This year I seem to have got off relatively lightly as regards Carol Services or Christmas concerts with schools. However, I’ve made up for it by booking my junior band in to do a whole succession of busking at various supermarkets in a bid to raise money for the band funds, which have been seriously depleted last year when we had to buy quite a lot of new instruments. I’ve been out carolling with them three times now and am due to go out another two times before Christmas. We’ve been to Asda, Morrisons and Barrow Market so far and are due in Tesco and at the football ground next week.
Whenever I take the junior band carolling, it reminds me of going carolling with Unity Brass when I was young. I absolutely loved going out. Even though it was always cold and it usually involved standing up – two of my least favourite things in the world. Most nights in December would involve playing under lamp posts in residential areas while our parents knocked on doors with collecting tins. I learnt all of the carols off by heart, mainly because I couldn’t be bothered to turn the pages of the carol book. There was something about standing in the cold together that I really liked. I can still remember what it felt like to have the carol book rolled up inside my coat pocket. I remember our conductor, Rob Boulter, showing me how to rock backwards and forwards on your feet to stop them aching, how to stop your lip hurting by putting it on the cold metal of the bell of the cornet. Now I know I loved all the carols that were in a minor key – Coventry Carol, In the Bleak Midwinter. I didn’t know that was why I loved them back then though but I always loved the words to In the Bleak Midwinter – although I only knew the first and last verse –
In the bleak midwinter, frosty wind made moan,
earth stood hard as iron, water like a stone;
snow had fallen, snow on snow, snow on snow,
in the bleak midwinter, long ago
What can I give him, poor as I am?
If I were a shepherd, I would give a lamb;
If I were a wise man, I would do my part;
yet what can I give him: give my heart.
I didn’t know back then that the words were by the wonderful poet Christina Rosetti – but I remember loving that simile in the second line ‘water like a stone’ and then that wonderful daring third line with the repeat of the word snow, over and over again.
Every Saturday and Sunday the band would be booked to play Christmas carols all day in Asda. There was none of this two hours business that I do with the junior band now. It worked a bit like a relay – somebody turned up who could play your part and then you could go home or have a break. If nobody turned up to take over you just stayed there until they did. My mum and dad would stand again with the collecting buckets for hours on end.
Lots of parents of the junior band members hold buckets to collect money, or just stand and watch. It doesn’t seem to matter to them how many times they hear the carols, they just want to support their children – I find this strangely moving as well. I should say I wasn’t moved by it when I was younger. I just expected that my parents would do it – and I think this attitude is typical of most of the junior band as well! You don’t appreciate your parents and all the things they do for you until you get older – this probably isn’t a particularly exciting revelation for most readers of this blog but I rediscover this and realise it over and over again when I’m working with young musicians and I see the parents turning up time and time again. I always feel a little pang of guilt as the image of my mum and dad, sitting at every rehearsal on a Monday and a Wednesday night flashes through my mind – every rehearsal – can you imagine!?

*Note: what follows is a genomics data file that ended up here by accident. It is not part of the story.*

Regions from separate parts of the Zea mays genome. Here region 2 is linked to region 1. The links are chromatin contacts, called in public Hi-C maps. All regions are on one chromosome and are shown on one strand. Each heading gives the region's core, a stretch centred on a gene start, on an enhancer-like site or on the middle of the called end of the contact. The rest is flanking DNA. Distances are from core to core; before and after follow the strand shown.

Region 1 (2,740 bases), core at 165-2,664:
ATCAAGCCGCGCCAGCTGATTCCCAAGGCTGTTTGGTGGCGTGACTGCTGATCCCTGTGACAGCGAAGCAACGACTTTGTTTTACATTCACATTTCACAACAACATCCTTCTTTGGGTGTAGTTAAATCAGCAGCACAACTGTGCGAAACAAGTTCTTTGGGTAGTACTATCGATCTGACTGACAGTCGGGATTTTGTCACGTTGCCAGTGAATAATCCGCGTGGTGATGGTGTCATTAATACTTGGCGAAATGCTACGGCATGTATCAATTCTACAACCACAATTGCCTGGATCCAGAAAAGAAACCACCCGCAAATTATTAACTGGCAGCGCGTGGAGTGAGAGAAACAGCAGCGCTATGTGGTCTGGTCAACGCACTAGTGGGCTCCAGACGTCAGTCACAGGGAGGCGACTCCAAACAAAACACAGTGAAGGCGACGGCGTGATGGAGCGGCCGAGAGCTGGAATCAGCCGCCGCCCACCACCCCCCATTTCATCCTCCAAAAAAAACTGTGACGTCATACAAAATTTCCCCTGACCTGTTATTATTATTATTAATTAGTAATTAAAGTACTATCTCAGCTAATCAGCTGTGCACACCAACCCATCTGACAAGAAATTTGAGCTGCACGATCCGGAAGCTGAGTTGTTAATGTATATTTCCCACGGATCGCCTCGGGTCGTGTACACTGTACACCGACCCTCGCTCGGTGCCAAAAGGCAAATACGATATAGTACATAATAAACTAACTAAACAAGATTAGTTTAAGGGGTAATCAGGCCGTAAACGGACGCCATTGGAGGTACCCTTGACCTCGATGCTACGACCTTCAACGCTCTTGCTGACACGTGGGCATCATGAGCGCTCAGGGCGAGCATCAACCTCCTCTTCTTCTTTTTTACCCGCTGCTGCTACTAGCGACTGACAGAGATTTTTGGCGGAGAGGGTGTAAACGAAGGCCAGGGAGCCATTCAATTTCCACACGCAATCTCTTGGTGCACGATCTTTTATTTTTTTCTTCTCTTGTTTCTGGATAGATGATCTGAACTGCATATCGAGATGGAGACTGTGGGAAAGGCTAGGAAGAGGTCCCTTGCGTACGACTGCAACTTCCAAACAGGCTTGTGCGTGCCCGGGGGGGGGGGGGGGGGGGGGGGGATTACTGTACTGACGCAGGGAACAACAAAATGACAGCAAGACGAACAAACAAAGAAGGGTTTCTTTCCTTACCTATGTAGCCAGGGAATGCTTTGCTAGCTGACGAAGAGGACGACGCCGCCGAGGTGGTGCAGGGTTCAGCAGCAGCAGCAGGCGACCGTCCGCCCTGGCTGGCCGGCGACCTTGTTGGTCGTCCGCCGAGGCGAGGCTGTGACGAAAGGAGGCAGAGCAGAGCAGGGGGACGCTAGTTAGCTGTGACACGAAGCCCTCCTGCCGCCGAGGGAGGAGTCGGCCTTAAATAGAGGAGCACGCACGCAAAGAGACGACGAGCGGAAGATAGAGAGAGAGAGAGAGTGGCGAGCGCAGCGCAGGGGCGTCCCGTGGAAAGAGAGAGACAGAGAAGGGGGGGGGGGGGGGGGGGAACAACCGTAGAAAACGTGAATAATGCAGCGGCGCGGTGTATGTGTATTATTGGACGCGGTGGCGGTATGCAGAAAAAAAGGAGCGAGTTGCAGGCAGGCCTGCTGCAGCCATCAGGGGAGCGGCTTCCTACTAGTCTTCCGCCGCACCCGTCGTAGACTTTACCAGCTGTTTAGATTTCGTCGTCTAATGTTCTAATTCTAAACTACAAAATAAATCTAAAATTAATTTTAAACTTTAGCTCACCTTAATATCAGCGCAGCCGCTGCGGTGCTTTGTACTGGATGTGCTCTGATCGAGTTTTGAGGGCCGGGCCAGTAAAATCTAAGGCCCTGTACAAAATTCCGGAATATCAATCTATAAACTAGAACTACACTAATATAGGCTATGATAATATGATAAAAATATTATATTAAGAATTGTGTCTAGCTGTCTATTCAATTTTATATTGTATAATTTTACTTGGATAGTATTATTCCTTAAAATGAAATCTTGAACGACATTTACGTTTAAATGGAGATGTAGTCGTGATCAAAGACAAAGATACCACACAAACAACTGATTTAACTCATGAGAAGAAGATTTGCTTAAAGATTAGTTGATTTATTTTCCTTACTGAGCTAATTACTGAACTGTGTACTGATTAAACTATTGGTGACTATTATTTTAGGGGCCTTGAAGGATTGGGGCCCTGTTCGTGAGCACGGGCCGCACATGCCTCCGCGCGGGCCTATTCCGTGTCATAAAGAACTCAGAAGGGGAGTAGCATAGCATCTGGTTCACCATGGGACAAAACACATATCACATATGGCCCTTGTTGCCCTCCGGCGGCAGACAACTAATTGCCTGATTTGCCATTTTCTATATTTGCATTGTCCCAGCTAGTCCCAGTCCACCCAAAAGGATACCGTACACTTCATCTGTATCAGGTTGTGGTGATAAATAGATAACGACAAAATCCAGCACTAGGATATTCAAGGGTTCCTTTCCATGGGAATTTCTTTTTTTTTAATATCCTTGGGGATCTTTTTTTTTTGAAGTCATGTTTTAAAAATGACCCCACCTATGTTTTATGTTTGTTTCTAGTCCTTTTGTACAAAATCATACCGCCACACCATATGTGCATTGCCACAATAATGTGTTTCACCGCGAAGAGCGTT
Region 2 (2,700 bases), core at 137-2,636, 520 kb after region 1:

Anyway, I didn’t set out at the beginning of this blog to write a nostalgic memory of playing carols when I was young. I wanted to tell you about this fabulous book I’ve been reading by Thomas Lux, who I heard read at Aldeburgh Poetry Festival a couple of months ago. He was a great reader – and he said he liked my purple hat when he was signing my book. And he called me kiddo. All things that go in his favour. I enjoyed the poems but I was worried that without the force of his personality they would wilt into nothing when I was reading them on the page – but they don’t! They are so good. He has just had a Selected Poems published by Bloodaxe which I would heartily, heartily recommend you go and buy at once. I wanted to draw your attention to these lines from a poem called ‘An Horation Notion’. In the last stanza he says
‘You make the thing because you love the thing
and you love the thing because someone else loved it
enough to make you love it.
And with that your heart like a tent peg pounded
toward the earth’s core.
And with that your heart on a beam burns
through the ionosphere. And with that you go to work.’
I read those first three lines this morning and I haven’t been able to stop saying them over and over again since then. Like the first two lines of Tithonus by Tennyson ‘The woods decay, the woods decay and fall/The vapours weep their burthen to the ground’ or the first sentence of Prayer by Carol Ann Duffy ‘Some days, although we cannot pray, a prayer/utters itself.’ I know those three lines will haunt me…
‘You make the thing because you love the thing
and you love the thing because someone else loved it
enough to make you love it.’
The three things I’ve loved for most of my life – music, running and poetry. Rob Boulter, my band conductor at Unity Brass loved music enough to make me love it. Wayne Walker, my running coach, loved running enough to make me love it. Poetry – poetry is different. I feel like I found that on my own, although I suppose my dad loved reading enough to make me love it, which led to me finding poetry. I’d be interested to hear if people think it’s true – think about the things you’ve loved all your life, or found out that you love late in life. Was there somebody who made you love those things because they loved them?